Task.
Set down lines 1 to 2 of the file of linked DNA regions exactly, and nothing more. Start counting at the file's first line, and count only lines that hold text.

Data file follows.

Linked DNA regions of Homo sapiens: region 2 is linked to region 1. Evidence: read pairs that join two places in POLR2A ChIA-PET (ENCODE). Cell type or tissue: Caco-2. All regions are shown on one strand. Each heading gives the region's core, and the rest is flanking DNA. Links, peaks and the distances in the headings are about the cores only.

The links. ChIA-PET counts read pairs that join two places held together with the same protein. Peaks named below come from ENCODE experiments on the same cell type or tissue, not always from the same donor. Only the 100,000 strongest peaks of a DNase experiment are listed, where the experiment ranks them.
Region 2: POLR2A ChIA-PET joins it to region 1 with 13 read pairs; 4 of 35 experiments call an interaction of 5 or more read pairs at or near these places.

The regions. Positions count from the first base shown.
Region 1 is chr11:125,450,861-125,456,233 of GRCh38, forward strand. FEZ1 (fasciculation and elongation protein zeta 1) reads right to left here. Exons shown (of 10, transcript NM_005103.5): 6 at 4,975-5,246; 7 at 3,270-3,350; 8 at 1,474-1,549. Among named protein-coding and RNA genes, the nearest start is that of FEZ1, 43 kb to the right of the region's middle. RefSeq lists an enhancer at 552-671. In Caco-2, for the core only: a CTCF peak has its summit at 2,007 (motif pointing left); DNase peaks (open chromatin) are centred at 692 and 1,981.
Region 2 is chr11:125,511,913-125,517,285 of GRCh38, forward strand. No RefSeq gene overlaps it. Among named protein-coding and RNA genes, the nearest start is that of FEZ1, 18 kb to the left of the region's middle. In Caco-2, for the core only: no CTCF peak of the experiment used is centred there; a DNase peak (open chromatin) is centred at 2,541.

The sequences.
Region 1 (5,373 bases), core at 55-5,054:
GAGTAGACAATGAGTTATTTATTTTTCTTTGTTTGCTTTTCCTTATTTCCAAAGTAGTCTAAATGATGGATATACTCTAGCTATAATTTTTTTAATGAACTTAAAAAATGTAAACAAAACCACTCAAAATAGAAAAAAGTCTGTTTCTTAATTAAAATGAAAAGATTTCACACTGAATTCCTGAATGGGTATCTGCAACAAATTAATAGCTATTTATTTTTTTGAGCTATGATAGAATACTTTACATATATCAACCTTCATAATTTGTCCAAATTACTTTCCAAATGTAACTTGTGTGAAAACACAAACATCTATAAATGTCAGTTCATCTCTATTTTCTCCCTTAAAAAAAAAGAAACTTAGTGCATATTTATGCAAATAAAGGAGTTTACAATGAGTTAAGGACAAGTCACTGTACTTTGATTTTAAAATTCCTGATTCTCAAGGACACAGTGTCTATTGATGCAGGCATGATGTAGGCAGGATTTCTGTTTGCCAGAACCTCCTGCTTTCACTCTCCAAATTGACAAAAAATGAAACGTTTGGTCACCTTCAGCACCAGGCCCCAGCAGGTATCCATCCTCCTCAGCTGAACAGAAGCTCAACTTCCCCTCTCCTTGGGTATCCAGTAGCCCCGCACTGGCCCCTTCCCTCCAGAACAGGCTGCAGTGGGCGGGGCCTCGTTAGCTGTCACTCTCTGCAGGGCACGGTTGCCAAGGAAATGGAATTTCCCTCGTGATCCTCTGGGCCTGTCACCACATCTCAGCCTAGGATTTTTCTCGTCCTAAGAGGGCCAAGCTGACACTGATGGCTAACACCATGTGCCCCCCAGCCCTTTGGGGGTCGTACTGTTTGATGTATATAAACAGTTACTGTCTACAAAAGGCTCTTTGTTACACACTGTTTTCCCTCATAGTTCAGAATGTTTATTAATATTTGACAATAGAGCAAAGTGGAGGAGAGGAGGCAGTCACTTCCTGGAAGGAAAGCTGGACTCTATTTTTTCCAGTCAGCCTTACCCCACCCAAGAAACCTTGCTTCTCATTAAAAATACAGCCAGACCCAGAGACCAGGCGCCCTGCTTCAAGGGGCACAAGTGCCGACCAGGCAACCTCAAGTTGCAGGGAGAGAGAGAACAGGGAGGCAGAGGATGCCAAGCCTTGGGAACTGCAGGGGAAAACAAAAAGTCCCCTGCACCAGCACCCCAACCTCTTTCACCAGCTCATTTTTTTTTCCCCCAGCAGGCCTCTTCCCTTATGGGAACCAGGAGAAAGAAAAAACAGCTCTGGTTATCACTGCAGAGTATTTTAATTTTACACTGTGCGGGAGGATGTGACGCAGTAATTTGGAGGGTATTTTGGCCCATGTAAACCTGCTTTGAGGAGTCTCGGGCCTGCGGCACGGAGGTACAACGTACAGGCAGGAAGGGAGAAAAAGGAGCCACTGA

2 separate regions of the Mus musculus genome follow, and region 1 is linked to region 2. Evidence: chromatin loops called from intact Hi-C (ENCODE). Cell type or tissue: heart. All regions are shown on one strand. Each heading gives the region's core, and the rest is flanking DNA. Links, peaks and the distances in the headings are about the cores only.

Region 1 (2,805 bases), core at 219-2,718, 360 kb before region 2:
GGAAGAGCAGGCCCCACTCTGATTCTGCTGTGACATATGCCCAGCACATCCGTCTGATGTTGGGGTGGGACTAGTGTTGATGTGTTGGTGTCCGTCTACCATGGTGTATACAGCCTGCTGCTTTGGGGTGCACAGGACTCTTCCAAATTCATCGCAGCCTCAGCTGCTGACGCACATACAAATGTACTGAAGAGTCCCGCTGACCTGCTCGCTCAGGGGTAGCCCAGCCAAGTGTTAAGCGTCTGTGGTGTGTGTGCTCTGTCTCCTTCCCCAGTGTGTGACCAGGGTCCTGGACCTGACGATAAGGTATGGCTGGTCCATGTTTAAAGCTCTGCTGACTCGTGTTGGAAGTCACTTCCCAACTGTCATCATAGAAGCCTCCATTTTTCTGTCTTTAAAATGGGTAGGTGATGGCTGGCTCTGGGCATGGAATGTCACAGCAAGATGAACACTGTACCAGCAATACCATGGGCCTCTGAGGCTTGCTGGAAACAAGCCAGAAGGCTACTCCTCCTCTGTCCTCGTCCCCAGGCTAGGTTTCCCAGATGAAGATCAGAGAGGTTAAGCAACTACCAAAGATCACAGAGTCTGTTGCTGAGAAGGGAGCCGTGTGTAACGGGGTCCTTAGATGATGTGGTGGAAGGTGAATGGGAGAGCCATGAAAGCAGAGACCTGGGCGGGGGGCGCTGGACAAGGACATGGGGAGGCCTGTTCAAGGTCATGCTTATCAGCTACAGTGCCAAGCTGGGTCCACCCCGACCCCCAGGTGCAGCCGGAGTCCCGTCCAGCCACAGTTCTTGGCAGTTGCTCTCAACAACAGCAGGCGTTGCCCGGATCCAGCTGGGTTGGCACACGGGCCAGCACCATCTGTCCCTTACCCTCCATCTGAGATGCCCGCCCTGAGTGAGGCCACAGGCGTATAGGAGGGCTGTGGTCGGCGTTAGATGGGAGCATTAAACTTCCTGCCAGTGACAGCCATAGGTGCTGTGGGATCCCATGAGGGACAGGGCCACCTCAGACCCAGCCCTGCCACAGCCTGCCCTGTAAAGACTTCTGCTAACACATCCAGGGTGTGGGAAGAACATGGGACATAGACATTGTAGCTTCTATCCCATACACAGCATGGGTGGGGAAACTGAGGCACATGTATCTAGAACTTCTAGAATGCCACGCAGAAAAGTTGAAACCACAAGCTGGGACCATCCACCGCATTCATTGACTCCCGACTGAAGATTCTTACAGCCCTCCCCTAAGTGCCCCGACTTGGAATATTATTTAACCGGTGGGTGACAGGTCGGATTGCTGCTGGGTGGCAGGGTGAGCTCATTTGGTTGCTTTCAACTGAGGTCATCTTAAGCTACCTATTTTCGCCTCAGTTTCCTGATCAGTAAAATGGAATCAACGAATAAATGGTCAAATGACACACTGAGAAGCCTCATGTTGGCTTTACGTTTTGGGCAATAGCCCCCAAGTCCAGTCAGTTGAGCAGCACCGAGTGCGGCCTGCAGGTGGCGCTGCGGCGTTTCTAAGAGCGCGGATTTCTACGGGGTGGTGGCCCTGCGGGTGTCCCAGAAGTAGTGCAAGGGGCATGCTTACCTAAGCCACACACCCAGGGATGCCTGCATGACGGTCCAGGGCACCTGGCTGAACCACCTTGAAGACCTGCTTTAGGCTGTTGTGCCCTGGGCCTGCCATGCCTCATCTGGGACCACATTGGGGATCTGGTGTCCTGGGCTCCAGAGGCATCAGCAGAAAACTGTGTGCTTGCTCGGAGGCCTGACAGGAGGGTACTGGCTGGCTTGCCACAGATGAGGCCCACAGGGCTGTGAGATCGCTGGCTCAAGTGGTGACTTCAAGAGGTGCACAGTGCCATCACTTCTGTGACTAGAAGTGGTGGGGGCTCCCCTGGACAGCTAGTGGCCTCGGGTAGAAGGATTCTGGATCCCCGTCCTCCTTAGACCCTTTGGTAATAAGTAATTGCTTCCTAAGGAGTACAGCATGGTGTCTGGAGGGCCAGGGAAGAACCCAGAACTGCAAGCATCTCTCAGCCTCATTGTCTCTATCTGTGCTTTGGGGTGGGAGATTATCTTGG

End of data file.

Linked DNA regions of Homo sapiens: region 2 is linked to region 1. Evidence: read pairs that join two places in POLR2A ChIA-PET (ENCODE). Cell type or tissue: Caco-2. All regions are shown on one strand. Each heading gives the region's core, and the rest is flanking DNA. Links, peaks and the distances in the headings are about the cores only.

The links. ChIA-PET counts read pairs that join two places held together with the same protein. Peaks named below come from ENCODE experiments on the same cell type or tissue, not always from the same donor. Only the 100,000 strongest peaks of a DNase experiment are listed, where the experiment ranks them.